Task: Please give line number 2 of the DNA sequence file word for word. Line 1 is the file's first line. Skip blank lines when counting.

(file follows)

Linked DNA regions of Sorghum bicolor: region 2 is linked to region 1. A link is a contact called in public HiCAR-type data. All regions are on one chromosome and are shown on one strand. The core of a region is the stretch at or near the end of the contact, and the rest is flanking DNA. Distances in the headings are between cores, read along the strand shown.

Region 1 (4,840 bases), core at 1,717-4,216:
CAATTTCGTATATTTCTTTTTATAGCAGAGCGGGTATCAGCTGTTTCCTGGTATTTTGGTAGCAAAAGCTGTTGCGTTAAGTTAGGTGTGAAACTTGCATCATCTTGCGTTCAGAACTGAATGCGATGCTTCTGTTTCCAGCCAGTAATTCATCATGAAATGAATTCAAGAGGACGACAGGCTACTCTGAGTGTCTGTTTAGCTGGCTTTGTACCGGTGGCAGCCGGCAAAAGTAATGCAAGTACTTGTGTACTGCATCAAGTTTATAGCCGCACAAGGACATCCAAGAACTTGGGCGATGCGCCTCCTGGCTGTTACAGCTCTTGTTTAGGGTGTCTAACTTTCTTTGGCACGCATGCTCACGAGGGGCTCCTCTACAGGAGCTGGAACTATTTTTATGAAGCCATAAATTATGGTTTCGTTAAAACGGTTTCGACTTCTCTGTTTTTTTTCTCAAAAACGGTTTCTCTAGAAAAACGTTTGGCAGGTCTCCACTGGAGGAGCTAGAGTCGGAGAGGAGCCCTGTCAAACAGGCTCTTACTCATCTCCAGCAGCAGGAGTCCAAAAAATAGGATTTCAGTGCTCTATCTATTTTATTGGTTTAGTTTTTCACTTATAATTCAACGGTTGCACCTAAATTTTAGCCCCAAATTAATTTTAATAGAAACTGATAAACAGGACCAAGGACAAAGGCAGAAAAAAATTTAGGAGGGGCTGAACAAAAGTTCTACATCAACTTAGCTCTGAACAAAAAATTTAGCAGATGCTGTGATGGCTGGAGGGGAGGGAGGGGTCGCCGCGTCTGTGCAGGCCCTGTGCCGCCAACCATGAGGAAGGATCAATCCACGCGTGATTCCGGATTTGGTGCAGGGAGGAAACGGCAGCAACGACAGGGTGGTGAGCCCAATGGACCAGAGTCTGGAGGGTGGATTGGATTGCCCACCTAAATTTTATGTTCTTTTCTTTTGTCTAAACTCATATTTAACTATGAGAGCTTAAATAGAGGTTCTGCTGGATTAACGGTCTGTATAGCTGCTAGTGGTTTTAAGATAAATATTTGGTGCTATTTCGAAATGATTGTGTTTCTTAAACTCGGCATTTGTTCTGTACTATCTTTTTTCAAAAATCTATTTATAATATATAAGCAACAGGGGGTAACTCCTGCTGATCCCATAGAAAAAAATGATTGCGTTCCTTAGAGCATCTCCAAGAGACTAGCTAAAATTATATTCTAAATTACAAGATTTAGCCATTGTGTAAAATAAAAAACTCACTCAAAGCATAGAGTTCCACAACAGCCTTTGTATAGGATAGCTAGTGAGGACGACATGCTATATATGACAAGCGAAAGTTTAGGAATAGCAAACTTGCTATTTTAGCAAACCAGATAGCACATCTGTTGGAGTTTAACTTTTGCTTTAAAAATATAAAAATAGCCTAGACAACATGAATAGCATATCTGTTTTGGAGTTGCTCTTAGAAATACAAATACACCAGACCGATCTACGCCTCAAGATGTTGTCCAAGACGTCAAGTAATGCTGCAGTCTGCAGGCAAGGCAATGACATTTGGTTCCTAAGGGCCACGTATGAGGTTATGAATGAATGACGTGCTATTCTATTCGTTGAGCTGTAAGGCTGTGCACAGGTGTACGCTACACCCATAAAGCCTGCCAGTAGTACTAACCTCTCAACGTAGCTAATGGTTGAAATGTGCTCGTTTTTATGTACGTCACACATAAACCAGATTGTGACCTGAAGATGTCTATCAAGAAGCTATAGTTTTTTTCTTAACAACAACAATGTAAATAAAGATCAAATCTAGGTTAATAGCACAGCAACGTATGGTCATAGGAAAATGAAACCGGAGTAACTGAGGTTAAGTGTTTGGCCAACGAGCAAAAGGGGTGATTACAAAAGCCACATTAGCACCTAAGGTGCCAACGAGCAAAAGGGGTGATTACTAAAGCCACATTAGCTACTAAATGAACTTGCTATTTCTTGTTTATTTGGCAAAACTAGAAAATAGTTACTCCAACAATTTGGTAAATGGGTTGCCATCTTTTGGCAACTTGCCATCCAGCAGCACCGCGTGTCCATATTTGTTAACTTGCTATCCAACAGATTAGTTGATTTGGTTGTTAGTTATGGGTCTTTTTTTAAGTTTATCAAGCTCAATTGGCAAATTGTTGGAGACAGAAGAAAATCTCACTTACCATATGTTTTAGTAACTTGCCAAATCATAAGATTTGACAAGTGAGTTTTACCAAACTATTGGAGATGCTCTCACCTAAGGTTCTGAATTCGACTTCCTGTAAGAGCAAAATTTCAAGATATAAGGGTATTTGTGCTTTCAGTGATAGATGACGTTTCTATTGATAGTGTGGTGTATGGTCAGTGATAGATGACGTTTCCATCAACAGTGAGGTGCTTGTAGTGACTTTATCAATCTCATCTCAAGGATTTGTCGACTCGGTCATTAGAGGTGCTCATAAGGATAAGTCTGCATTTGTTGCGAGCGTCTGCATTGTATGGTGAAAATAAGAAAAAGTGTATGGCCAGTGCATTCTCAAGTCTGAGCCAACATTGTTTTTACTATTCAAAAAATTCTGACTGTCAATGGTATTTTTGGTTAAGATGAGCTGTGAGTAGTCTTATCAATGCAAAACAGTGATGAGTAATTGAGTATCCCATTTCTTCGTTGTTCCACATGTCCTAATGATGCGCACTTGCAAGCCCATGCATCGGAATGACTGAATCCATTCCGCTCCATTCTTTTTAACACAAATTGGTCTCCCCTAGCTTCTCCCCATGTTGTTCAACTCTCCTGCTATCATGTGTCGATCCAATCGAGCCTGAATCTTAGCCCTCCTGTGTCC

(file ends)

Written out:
Region 1 (4,840 bases), core at 1,717-4,216: